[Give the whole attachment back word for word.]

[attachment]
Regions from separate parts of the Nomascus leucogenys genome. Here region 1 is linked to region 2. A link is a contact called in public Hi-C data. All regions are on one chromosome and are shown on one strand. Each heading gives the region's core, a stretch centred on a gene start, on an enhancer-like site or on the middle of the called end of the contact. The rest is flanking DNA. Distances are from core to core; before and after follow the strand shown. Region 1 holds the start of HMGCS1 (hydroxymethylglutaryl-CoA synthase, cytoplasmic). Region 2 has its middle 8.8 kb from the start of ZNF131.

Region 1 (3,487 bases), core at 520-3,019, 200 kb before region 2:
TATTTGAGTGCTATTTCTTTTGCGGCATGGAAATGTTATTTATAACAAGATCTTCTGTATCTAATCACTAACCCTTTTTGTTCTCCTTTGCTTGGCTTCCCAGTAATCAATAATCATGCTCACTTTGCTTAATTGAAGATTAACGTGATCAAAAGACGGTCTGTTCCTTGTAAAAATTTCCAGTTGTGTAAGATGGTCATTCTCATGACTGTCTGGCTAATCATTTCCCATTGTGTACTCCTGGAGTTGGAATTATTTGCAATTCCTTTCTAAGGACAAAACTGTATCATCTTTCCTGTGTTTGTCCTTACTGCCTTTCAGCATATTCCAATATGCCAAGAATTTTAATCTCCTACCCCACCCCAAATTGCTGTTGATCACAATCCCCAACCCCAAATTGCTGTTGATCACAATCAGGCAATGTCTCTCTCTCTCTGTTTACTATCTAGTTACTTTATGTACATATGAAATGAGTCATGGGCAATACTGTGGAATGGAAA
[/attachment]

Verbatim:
Regions from separate parts of the Nomascus leucogenys genome. Here region 1 is linked to region 2. A link is a contact called in public Hi-C data. All regions are on one chromosome and are shown on one strand. Each heading gives the region's core, a stretch centred on a gene start, on an enhancer-like site or on the middle of the called end of the contact. The rest is flanking DNA. Distances are from core to core; before and after follow the strand shown. Region 1 holds the start of HMGCS1 (hydroxymethylglutaryl-CoA synthase, cytoplasmic). Region 2 has its middle 8.8 kb from the start of ZNF131.

Region 1 (3,487 bases), core at 520-3,019, 200 kb before region 2:
TATTTGAGTGCTATTTCTTTTGCGGCATGGAAATGTTATTTATAACAAGATCTTCTGTATCTAATCACTAACCCTTTTTGTTCTCCTTTGCTTGGCTTCCCAGTAATCAATAATCATGCTCACTTTGCTTAATTGAAGATTAACGTGATCAAAAGACGGTCTGTTCCTTGTAAAAATTTCCAGTTGTGTAAGATGGTCATTCTCATGACTGTCTGGCTAATCATTTCCCATTGTGTACTCCTGGAGTTGGAATTATTTGCAATTCCTTTCTAAGGACAAAACTGTATCATCTTTCCTGTGTTTGTCCTTACTGCCTTTCAGCATATTCCAATATGCCAAGAATTTTAATCTCCTACCCCACCCCAAATTGCTGTTGATCACAATCCCCAACCCCAAATTGCTGTTGATCACAATCAGGCAATGTCTCTCTCTCTCTGTTTACTATCTAGTTACTTTATGTACATATGAAATGAGTCATGGGCAATACTGTGGAATGGAAA